Can we even blame people? It does become increasingly harder to trust anything or anybody. I have seen first-hand how many news media are more interested in publishing articles to make a political point than in providing factual accuracy. This may not even be deliberate; journalists work to tight deadlines and they are a struggling industry trying to keep financially afloat. Revelations about the origins of the Iraq War and scandals of collusion and election meddling, some of which may well be true conspiracies while others may be liberal pipe dreams (and many may fall into a grey area in between), don’t help to restore public trust. And of course public trust in science isn’t helped by the Replication Crisis**.

Science isn’t just about being skeptical

Sure, science is about challenging assumptions but it is also about weighing all available evidence. The challenging of assumptions we see in conspiracies is all too often cherry-picking. Science is also about the principle of parsimony and it requires us to determine the plausibility of claims. Crucially, it is also about acknowledging all the things we don’t know. That last point includes recognising that, you know, perhaps an expert in an area actually does occasionally know more about it than you.

No, you shouldn’t just believe anything someone says merely because they have PhD in the topic. And I honestly don’t know if expertise is really all that crucial in replicating social priming effects – this is for me where the issues with plausibility kick in. But knowing something about a topic gives experts insights that will elude an outsider and it would serve us well to listen to them. They should certainly have to justify and validate their claims – you shouldn’t just take their word as gospel. But don’t delude yourself into thinking you’ve uncovered “the Truth” by disbelieving everybody else. If I’ve learned anything from doing research, it is that the greatest delusion is when you think you’ve actually understood anything.

I have observed a worrying trend among some otherwise rather sensible people to brush aside criticism of conspiracy theories as smugness or over-confidence. This manifests in insinuations like these:

  • Of course, vaccines don’t cause autism, but perhaps this just distracts from the fact that they could be dangerous after all?
  • Of course, 5G doesn’t give people coronavirus but have governments used this pandemic as an opportunity to roll out 5G tech?
  • Of course, the CoViD-19 wasn’t manufactured in a Chinese lab, but researchers from the Wuhan Institute of Virology published studies on such coronaviruses and isn’t it possible that they already had the virus and it escaped the lab due to negligence or was even set loose on purpose?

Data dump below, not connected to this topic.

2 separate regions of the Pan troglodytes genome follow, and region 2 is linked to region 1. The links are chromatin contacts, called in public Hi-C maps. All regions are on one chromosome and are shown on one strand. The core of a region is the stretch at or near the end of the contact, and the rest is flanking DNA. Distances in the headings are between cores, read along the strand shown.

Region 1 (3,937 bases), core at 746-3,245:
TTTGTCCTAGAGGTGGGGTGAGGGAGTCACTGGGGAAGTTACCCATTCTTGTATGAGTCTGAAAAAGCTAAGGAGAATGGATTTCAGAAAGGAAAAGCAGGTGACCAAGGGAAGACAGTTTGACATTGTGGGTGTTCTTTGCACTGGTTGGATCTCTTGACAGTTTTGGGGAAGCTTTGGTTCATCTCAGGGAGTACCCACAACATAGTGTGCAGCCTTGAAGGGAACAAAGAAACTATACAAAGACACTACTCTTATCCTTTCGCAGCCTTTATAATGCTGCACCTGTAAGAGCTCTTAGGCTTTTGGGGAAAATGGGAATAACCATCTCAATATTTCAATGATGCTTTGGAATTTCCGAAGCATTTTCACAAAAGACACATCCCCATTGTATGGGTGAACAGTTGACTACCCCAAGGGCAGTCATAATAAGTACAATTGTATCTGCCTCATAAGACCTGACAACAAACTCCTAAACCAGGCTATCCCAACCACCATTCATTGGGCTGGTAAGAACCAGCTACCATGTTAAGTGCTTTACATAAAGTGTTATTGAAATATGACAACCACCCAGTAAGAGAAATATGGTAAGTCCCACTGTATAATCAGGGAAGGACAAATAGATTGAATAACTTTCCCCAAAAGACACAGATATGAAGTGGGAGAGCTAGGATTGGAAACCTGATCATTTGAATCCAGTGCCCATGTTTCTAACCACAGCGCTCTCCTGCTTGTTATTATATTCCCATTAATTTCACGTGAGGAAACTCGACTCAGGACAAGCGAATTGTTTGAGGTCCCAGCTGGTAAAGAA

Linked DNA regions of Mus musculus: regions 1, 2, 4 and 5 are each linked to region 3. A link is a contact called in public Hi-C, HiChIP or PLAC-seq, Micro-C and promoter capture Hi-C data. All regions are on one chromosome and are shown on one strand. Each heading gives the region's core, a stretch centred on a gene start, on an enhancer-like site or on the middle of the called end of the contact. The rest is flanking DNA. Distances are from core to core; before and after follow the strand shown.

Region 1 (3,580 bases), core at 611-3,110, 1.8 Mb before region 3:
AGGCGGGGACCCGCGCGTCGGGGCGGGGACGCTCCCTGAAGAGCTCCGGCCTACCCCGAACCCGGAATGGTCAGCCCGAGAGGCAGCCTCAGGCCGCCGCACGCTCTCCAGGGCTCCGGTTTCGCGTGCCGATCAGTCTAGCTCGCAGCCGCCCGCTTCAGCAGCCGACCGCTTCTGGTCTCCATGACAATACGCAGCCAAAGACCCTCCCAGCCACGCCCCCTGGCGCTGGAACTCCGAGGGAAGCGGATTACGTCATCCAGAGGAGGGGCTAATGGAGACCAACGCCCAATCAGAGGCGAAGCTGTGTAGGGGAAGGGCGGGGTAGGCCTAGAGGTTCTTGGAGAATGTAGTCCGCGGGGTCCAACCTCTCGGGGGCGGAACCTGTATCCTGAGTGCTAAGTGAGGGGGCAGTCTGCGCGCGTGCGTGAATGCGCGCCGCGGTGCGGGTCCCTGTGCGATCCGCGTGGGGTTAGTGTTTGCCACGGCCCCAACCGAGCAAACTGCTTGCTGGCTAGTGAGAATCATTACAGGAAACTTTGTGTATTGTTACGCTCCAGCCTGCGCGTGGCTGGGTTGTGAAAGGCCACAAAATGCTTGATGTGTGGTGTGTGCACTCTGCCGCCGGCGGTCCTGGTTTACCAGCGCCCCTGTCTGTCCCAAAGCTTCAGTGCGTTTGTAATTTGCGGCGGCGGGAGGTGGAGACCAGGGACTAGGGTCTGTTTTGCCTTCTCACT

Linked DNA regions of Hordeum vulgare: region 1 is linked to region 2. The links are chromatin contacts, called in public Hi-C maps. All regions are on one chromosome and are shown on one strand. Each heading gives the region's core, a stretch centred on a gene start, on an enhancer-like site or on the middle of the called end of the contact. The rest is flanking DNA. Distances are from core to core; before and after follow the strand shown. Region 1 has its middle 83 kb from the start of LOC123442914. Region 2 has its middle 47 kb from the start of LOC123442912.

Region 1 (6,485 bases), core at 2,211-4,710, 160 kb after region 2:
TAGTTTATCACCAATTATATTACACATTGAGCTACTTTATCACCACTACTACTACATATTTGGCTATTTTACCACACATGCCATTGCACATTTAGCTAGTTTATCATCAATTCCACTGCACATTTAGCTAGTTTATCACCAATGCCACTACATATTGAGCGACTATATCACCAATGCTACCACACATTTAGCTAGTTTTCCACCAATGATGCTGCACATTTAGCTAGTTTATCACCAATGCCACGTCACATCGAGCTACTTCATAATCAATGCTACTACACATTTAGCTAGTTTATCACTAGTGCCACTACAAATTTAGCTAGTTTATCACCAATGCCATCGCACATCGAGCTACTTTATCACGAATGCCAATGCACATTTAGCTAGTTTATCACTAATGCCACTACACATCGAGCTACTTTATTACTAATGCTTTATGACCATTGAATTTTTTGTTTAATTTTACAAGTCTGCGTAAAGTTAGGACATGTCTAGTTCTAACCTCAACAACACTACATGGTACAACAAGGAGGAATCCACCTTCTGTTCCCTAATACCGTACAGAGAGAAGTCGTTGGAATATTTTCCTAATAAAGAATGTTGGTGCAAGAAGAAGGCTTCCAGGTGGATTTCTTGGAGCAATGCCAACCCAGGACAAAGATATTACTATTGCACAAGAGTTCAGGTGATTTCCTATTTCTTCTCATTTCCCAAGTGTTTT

Conspiracy theories are always dealing in possibilities. Of course, they require ardent believers to promote their tinfoil hat ideas. But they also feed on people like us, people with a somewhat skeptical and inquisitive mind who every so often fall prey to their own cognitive biases. Of course, all of these statements are possible – but that’s not the point. Science is not about what is possible but what is probable. Probabilities change as the evidence accumulates.

How plausible is the claim and even if it is plausible, is it more probable than other explanations or scenarios? Even if there were evidence that companies took advantage of the pandemic to roll out 5G (you know, this thing that has been debated for years and which had been planned ages before anyone even knew what a coronavirus is), wouldn’t it make sense to do this at a time when there is an unprecedented need of a world population in lockdown to have reliable and sophisticated mobile internet? Also, so fucking what? What concrete reason is it why you think 5G is a problem? Or are you just talking about the same itchy feeling people in past ages had about the internet, television, radio, and doubtless at some point also about books?

Let us for a moment ignore the blatant racism and various other factors that make this idea actually quite unlikely and accept the possibility that the coronavirus escaped from a lab in Wuhan. Why shouldn’t there be a lab studying animal-to-human transmission of viruses that have the potential for causing pandemics, especially since we already know this happened with numerous illnesses before and researchers have already warned years ago that such a coronavirus pandemic was coming? Doesn’t it make sense to study this at a place where this is likely to occur? What is more likely, that the thing that we know happens happened or that someone left a jar open by accident and let the virus escape the lab? How do you think the virus got in the lab in the first place? What makes it more likely that it escaped a lab than that it originated on a market where wild exotic animals are being consumed?